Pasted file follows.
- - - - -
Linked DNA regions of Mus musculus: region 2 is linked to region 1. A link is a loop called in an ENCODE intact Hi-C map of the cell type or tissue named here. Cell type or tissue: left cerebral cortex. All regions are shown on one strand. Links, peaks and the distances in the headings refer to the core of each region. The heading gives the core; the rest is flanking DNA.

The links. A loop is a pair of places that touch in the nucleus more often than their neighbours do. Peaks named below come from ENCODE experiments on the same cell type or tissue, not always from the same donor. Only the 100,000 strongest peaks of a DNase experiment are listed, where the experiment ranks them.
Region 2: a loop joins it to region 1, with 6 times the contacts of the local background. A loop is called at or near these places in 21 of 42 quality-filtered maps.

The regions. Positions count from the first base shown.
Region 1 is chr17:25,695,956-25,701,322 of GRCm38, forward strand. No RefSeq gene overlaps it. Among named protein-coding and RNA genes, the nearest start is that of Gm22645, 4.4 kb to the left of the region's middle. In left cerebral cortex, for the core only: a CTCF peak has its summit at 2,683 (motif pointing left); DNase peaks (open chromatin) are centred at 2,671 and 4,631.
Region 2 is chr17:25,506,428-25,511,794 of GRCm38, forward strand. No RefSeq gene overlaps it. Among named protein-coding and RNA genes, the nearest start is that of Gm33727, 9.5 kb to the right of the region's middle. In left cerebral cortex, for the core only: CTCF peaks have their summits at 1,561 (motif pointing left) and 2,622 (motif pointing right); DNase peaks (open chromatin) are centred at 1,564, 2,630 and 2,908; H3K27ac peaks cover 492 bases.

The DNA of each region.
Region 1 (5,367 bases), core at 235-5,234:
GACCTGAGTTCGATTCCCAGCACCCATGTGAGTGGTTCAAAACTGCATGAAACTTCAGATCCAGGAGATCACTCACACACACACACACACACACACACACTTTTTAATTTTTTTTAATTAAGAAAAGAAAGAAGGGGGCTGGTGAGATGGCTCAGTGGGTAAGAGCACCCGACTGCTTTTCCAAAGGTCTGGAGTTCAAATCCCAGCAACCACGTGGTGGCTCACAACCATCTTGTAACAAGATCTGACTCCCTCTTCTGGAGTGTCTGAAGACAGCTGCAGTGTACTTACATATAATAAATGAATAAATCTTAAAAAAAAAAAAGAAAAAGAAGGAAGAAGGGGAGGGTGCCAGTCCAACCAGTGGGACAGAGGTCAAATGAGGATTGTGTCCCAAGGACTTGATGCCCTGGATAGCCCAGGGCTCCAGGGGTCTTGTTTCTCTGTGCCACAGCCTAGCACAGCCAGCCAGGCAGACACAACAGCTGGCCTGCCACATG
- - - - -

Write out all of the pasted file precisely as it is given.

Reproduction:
Linked DNA regions of Mus musculus: region 2 is linked to region 1. A link is a loop called in an ENCODE intact Hi-C map of the cell type or tissue named here. Cell type or tissue: left cerebral cortex. All regions are shown on one strand. Links, peaks and the distances in the headings refer to the core of each region. The heading gives the core; the rest is flanking DNA.

The links. A loop is a pair of places that touch in the nucleus more often than their neighbours do. Peaks named below come from ENCODE experiments on the same cell type or tissue, not always from the same donor. Only the 100,000 strongest peaks of a DNase experiment are listed, where the experiment ranks them.
Region 2: a loop joins it to region 1, with 6 times the contacts of the local background. A loop is called at or near these places in 21 of 42 quality-filtered maps.

The regions. Positions count from the first base shown.
Region 1 is chr17:25,695,956-25,701,322 of GRCm38, forward strand. No RefSeq gene overlaps it. Among named protein-coding and RNA genes, the nearest start is that of Gm22645, 4.4 kb to the left of the region's middle. In left cerebral cortex, for the core only: a CTCF peak has its summit at 2,683 (motif pointing left); DNase peaks (open chromatin) are centred at 2,671 and 4,631.
Region 2 is chr17:25,506,428-25,511,794 of GRCm38, forward strand. No RefSeq gene overlaps it. Among named protein-coding and RNA genes, the nearest start is that of Gm33727, 9.5 kb to the right of the region's middle. In left cerebral cortex, for the core only: CTCF peaks have their summits at 1,561 (motif pointing left) and 2,622 (motif pointing right); DNase peaks (open chromatin) are centred at 1,564, 2,630 and 2,908; H3K27ac peaks cover 492 bases.

The DNA of each region.
Region 1 (5,367 bases), core at 235-5,234:
GACCTGAGTTCGATTCCCAGCACCCATGTGAGTGGTTCAAAACTGCATGAAACTTCAGATCCAGGAGATCACTCACACACACACACACACACACACACACTTTTTAATTTTTTTTAATTAAGAAAAGAAAGAAGGGGGCTGGTGAGATGGCTCAGTGGGTAAGAGCACCCGACTGCTTTTCCAAAGGTCTGGAGTTCAAATCCCAGCAACCACGTGGTGGCTCACAACCATCTTGTAACAAGATCTGACTCCCTCTTCTGGAGTGTCTGAAGACAGCTGCAGTGTACTTACATATAATAAATGAATAAATCTTAAAAAAAAAAAAGAAAAAGAAGGAAGAAGGGGAGGGTGCCAGTCCAACCAGTGGGACAGAGGTCAAATGAGGATTGTGTCCCAAGGACTTGATGCCCTGGATAGCCCAGGGCTCCAGGGGTCTTGTTTCTCTGTGCCACAGCCTAGCACAGCCAGCCAGGCAGACACAACAGCTGGCCTGCCACATG